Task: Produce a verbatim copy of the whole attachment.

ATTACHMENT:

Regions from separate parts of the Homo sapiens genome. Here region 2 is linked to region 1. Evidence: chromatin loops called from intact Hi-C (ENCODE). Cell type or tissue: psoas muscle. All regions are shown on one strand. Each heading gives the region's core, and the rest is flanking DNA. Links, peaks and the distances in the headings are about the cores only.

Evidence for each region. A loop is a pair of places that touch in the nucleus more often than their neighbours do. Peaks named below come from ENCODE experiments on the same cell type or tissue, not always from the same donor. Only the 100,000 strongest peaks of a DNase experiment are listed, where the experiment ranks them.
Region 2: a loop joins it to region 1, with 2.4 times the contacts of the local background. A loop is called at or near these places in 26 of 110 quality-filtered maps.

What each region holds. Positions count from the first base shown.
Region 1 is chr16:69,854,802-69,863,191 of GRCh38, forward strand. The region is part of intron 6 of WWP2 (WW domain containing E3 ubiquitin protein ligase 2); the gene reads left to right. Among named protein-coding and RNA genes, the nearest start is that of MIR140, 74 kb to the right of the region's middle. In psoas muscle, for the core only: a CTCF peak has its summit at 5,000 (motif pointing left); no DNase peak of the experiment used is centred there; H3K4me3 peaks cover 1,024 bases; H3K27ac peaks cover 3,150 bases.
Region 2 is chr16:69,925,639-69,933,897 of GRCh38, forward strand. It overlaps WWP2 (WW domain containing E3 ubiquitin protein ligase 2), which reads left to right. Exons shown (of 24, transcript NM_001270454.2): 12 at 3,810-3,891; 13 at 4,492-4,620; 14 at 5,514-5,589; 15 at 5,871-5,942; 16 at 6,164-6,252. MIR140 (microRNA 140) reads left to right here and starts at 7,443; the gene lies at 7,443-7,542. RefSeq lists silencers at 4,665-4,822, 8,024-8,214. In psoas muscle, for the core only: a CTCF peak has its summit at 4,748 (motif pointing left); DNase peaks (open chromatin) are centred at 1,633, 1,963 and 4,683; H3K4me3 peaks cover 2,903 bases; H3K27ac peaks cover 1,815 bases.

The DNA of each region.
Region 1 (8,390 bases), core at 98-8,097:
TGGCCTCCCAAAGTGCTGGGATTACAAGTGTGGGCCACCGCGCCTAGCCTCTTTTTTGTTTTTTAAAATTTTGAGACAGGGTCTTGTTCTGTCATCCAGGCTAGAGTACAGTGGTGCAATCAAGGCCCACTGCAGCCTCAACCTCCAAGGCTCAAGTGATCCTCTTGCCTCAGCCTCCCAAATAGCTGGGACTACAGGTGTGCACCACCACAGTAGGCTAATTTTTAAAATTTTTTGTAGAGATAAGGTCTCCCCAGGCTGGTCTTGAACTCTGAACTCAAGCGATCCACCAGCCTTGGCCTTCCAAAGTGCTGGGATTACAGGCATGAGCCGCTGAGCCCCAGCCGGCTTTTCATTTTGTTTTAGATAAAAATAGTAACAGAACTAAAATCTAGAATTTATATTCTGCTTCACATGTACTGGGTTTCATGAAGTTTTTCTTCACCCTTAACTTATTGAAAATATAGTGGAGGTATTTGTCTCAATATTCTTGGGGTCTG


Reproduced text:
Regions from separate parts of the Homo sapiens genome. Here region 2 is linked to region 1. Evidence: chromatin loops called from intact Hi-C (ENCODE). Cell type or tissue: psoas muscle. All regions are shown on one strand. Each heading gives the region's core, and the rest is flanking DNA. Links, peaks and the distances in the headings are about the cores only.

Evidence for each region. A loop is a pair of places that touch in the nucleus more often than their neighbours do. Peaks named below come from ENCODE experiments on the same cell type or tissue, not always from the same donor. Only the 100,000 strongest peaks of a DNase experiment are listed, where the experiment ranks them.
Region 2: a loop joins it to region 1, with 2.4 times the contacts of the local background. A loop is called at or near these places in 26 of 110 quality-filtered maps.

What each region holds. Positions count from the first base shown.
Region 1 is chr16:69,854,802-69,863,191 of GRCh38, forward strand. The region is part of intron 6 of WWP2 (WW domain containing E3 ubiquitin protein ligase 2); the gene reads left to right. Among named protein-coding and RNA genes, the nearest start is that of MIR140, 74 kb to the right of the region's middle. In psoas muscle, for the core only: a CTCF peak has its summit at 5,000 (motif pointing left); no DNase peak of the experiment used is centred there; H3K4me3 peaks cover 1,024 bases; H3K27ac peaks cover 3,150 bases.
Region 2 is chr16:69,925,639-69,933,897 of GRCh38, forward strand. It overlaps WWP2 (WW domain containing E3 ubiquitin protein ligase 2), which reads left to right. Exons shown (of 24, transcript NM_001270454.2): 12 at 3,810-3,891; 13 at 4,492-4,620; 14 at 5,514-5,589; 15 at 5,871-5,942; 16 at 6,164-6,252. MIR140 (microRNA 140) reads left to right here and starts at 7,443; the gene lies at 7,443-7,542. RefSeq lists silencers at 4,665-4,822, 8,024-8,214. In psoas muscle, for the core only: a CTCF peak has its summit at 4,748 (motif pointing left); DNase peaks (open chromatin) are centred at 1,633, 1,963 and 4,683; H3K4me3 peaks cover 2,903 bases; H3K27ac peaks cover 1,815 bases.

The DNA of each region.
Region 1 (8,390 bases), core at 98-8,097:
TGGCCTCCCAAAGTGCTGGGATTACAAGTGTGGGCCACCGCGCCTAGCCTCTTTTTTGTTTTTTAAAATTTTGAGACAGGGTCTTGTTCTGTCATCCAGGCTAGAGTACAGTGGTGCAATCAAGGCCCACTGCAGCCTCAACCTCCAAGGCTCAAGTGATCCTCTTGCCTCAGCCTCCCAAATAGCTGGGACTACAGGTGTGCACCACCACAGTAGGCTAATTTTTAAAATTTTTTGTAGAGATAAGGTCTCCCCAGGCTGGTCTTGAACTCTGAACTCAAGCGATCCACCAGCCTTGGCCTTCCAAAGTGCTGGGATTACAGGCATGAGCCGCTGAGCCCCAGCCGGCTTTTCATTTTGTTTTAGATAAAAATAGTAACAGAACTAAAATCTAGAATTTATATTCTGCTTCACATGTACTGGGTTTCATGAAGTTTTTCTTCACCCTTAACTTATTGAAAATATAGTGGAGGTATTTGTCTCAATATTCTTGGGGTCTG